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brian1208
9th June 2013, 06:14 PM
With the lovely weather I decided to have another play with my bees in the garden and have now created an album of the shots in my website which I thought may be of interest to some. (all shot using the 60mm macro)

Here is one image from this:

http://i1130.photobucket.com/albums/m531/oldcanon/Macros%20from%20my%20Garden/P6095660-Edit.jpg

and the album is here: http://imagesfromnature.foliopic.com/gallery/bee-proboscis-18576

If you do have a peek, I hope you enjoy them

Chevvyf1
9th June 2013, 07:31 PM
CORKER of an image ! fab :)

tomphotofx
9th June 2013, 09:31 PM
That is another stunning image Brian, thanks for the web link, you have a lot of interesting things on your site I suggest anyone who uses the OM-D stop by to take a look, very informative.

Tom:)

brian1208
9th June 2013, 10:16 PM
thanks for your comments Chevvy and Tom

theMusicMan
9th June 2013, 10:29 PM
Another smashing image Brian.

wellyboot
10th June 2013, 03:38 PM
Stunning as always Brian! Thank you for sharing.
I now have a 60mm and I wish I could get results even half as good as you do! Do you have any tips for a newbie to this lens please?

brian1208
10th June 2013, 03:59 PM
The technique that works for me is to set in in AV mode, usually IOS 400 to keep the shutter speed above 1/640th (above 1/100th if possible, these little beggars move fast even when standing still - apparently).

Set the focus limiter to closest focus range, not 1:1 (I find this is only of limited use)

I like to work at f8 if possible but will drop to f3.5 if needed to keep the speed up

EVF with 120fps in "live-view" mode and adjust the +/- EV to accommodate the changing light as follow the subject, working to expose to the right.

AFS focus mode with 4 fps frame rate (this for me is the revelation that first came with the 7D + canon 100 LIS, you can use AF to shoot macro whatever the "Experts" tell you). Use the AF to get first lock on the subject then holding half-pressed shutter gently rock the camera / your body back and forwards very slightly to get the focus spot on the eye. You should see it "Pop" into focus in the EVF as you go through the critical point.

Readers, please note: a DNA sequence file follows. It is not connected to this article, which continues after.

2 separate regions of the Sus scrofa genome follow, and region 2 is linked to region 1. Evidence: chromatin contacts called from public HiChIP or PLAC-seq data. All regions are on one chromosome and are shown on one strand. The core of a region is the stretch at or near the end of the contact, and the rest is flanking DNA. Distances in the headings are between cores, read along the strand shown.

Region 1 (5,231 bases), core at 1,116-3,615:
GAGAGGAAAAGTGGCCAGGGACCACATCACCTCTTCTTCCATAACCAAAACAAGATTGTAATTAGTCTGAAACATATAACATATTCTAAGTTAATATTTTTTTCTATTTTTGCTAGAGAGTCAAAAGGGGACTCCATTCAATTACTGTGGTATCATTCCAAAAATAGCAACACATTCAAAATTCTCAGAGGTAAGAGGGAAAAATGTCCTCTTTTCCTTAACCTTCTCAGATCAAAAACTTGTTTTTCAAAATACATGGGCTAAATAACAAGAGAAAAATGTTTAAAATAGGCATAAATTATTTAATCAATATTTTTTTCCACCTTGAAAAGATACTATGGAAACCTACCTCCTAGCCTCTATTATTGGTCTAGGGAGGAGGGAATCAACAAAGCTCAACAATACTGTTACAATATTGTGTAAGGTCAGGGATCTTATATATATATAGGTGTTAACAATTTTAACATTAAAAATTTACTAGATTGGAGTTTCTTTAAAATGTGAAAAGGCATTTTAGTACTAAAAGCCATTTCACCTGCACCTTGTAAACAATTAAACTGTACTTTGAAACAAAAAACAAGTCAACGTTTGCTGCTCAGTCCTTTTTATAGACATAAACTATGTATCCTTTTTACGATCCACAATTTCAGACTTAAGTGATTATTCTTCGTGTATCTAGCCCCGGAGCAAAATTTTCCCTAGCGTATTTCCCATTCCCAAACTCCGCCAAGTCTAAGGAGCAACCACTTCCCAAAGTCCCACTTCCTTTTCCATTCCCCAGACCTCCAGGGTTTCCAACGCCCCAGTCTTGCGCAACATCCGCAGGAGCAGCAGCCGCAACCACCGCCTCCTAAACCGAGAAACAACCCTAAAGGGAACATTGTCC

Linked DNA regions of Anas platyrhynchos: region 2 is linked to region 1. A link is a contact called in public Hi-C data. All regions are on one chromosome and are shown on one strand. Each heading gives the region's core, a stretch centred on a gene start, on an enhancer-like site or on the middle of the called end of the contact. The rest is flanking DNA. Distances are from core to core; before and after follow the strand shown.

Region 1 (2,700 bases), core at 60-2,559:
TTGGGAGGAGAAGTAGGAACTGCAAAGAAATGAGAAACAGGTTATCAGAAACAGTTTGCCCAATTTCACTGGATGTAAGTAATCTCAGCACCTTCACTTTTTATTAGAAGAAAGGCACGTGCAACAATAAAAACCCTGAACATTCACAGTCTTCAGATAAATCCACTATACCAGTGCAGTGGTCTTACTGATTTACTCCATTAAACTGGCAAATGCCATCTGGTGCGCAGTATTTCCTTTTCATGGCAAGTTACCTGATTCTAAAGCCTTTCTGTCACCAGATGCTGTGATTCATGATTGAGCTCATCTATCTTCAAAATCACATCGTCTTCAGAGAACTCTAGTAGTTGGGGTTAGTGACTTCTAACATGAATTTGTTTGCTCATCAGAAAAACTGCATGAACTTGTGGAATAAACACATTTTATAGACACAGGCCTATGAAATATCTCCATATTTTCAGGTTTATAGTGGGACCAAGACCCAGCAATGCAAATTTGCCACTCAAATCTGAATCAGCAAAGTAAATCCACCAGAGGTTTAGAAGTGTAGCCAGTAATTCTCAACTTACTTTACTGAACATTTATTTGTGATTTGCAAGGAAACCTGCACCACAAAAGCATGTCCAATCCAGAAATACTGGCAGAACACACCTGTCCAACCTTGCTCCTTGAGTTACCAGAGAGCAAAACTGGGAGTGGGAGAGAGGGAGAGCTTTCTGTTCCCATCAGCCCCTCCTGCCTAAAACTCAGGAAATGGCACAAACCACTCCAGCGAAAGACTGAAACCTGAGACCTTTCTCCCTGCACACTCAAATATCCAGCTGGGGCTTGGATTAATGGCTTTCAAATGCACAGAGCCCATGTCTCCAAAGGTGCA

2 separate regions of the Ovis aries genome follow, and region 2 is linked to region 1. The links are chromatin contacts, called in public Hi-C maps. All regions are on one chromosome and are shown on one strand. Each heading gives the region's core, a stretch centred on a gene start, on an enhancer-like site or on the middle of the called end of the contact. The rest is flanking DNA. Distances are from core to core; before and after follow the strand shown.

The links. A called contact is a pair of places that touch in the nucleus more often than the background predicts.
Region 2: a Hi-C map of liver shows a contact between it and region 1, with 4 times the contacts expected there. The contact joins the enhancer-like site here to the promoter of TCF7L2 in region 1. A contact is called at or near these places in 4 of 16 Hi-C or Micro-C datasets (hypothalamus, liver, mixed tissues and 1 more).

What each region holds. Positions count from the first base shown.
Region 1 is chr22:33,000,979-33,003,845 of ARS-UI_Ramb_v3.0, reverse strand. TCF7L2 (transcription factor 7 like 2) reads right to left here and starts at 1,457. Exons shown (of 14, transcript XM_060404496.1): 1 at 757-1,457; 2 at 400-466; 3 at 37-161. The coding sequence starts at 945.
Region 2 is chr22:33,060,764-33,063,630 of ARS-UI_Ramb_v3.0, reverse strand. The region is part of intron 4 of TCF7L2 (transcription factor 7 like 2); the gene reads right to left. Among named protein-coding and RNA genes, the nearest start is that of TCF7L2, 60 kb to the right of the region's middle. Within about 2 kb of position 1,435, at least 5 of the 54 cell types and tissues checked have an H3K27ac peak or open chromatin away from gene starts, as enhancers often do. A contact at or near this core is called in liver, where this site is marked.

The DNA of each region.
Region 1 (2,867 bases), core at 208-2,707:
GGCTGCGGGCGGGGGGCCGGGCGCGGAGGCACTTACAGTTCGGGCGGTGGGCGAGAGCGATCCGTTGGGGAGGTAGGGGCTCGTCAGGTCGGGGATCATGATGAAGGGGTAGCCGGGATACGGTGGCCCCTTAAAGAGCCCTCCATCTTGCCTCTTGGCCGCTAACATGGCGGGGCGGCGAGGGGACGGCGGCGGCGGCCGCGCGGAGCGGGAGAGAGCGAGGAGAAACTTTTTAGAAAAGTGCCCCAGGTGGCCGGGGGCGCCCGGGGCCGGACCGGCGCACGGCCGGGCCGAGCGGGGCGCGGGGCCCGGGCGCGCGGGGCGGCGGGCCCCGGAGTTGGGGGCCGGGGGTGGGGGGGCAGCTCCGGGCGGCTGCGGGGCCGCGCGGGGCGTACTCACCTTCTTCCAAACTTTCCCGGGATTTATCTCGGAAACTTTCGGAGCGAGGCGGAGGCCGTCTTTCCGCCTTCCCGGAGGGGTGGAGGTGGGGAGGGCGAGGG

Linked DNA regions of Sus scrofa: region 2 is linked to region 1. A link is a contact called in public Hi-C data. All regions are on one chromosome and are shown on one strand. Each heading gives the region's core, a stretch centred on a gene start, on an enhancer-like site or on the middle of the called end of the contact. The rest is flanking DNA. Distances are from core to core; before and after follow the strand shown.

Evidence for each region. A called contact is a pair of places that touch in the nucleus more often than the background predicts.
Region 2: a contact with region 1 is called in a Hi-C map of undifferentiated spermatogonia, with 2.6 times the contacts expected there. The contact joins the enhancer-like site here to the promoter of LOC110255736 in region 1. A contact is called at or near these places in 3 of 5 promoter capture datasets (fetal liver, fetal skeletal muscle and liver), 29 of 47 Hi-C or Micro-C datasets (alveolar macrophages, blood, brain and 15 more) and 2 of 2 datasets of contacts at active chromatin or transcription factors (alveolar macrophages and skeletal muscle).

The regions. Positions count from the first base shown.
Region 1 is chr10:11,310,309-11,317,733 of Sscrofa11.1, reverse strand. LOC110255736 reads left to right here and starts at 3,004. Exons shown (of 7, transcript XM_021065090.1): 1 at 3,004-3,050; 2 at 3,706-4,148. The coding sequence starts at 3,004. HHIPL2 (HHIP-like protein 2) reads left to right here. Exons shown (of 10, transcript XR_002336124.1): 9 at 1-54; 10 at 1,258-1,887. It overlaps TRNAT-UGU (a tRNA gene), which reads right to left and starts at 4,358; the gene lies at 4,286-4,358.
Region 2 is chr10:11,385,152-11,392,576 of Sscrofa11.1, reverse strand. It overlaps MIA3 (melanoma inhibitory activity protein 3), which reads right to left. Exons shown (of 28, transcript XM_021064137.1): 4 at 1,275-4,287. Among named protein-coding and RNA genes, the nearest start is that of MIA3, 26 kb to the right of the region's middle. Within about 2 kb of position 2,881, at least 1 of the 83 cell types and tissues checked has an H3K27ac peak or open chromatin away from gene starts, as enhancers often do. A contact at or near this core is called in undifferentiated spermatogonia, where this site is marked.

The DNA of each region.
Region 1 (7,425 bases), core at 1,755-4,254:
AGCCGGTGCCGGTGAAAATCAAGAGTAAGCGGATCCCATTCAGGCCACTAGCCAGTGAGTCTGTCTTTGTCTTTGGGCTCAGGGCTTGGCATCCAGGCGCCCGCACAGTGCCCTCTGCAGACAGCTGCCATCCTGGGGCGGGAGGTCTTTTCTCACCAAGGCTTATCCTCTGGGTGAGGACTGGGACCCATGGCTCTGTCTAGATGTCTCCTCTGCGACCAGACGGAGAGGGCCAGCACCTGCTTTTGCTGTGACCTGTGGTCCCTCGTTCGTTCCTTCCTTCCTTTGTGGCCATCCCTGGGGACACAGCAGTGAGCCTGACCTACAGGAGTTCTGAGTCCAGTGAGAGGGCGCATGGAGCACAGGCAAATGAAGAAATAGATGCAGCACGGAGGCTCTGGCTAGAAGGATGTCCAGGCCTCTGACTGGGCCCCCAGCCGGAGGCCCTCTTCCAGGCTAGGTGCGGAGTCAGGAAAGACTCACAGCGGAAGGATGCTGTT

The trick is to get used to your movement effect and fire the shutter just before the eye "pops" and hold the shutter for a couple of frames as you move

Start taking the shots from about max focus limit, then gently move in after each shot until you reach minimum focal distance (or the subject flies off)

Whatever you do don't let your shadow fall on the subject and if possible, approach on the same level / slightly below (I get the impression this is a blind spot). Start your experiments aiming to get the body parallel to the sensor of your camera then work around to the head-shots / full face work once you feel ready :) )

All hand-held of course (although it can work with a mono-pod + loose ball-head)

With a bit of practise it takes longer to describe than it does to carry out and it soon becomes second nature

Keep practising (and thanks for the kind comments :o )

Alpha1
11th June 2013, 07:31 AM
Terrific shots Brian and a masterclass on how to do it. Just great! *chr

brian1208
11th June 2013, 08:47 AM
I've just realised that I left out a key stage in the process.

Before even picking up the camera I spend a few minutes checking the situation, where are the bees feeding, how are they behaving, what's the light like where they are etc.

This is key to my style of shooting and can make all the difference between a successful session or a wipe-out.

In this case I noticed that they were feeding on two main plants, Geranium Bowles Mauve and Teucrium.

With the Bowles they were having to take time as there were many flower heads / plant with deep nectar cups whereas with the Teucrium it was a snack and dash situation with them only stopping for a few seconds at most.

This set me to shoot on the Bowles and it was then a case of waiting until they approached the first flower, focus on that and tracking the bee as it moved around the plant (up to 30+ seconds in total)

No more chasing after the subject - they come to you with this method! *yes

wellyboot
11th June 2013, 08:58 AM
Thank you so much Brian, for all your very helpful advice. I really appreciate the trouble you have gone to, and I'm sure I, and many others will benefit from this write up!
If it wasn't a damp grey morning I would be out in the garden hunting bees right now!
Your skills are an inspiration Brian, so thank you once again!

brian1208
11th June 2013, 09:01 AM
Glad you found it interesting but please note that I take no responsibility if you end up as addicted as I am to this fascinating subject :D

jamsa
11th June 2013, 06:18 PM
So far I have only seen two bumble bees in my garden this year... usually the garden is full of them, but again this year not one ladybird yet... ( none at all last year), and just one butterfly...OH dear what have we done to the natural balance of nature? !!

brian1208
11th June 2013, 07:43 PM
OH dear what have we done to the natural balance of nature? !!

I don't think we can claim to have done anything to the balance of nature but natural weather cycles periodically wreck havoc on species (which usually recover)

I've seen a few of these in my 70+ years here and the story goes back well before then:

http://www.netweather.tv/index.cgi?action=winter-history;sess=

Mrs T
11th June 2013, 07:45 PM
Great shot and really helpful tips.

Amanda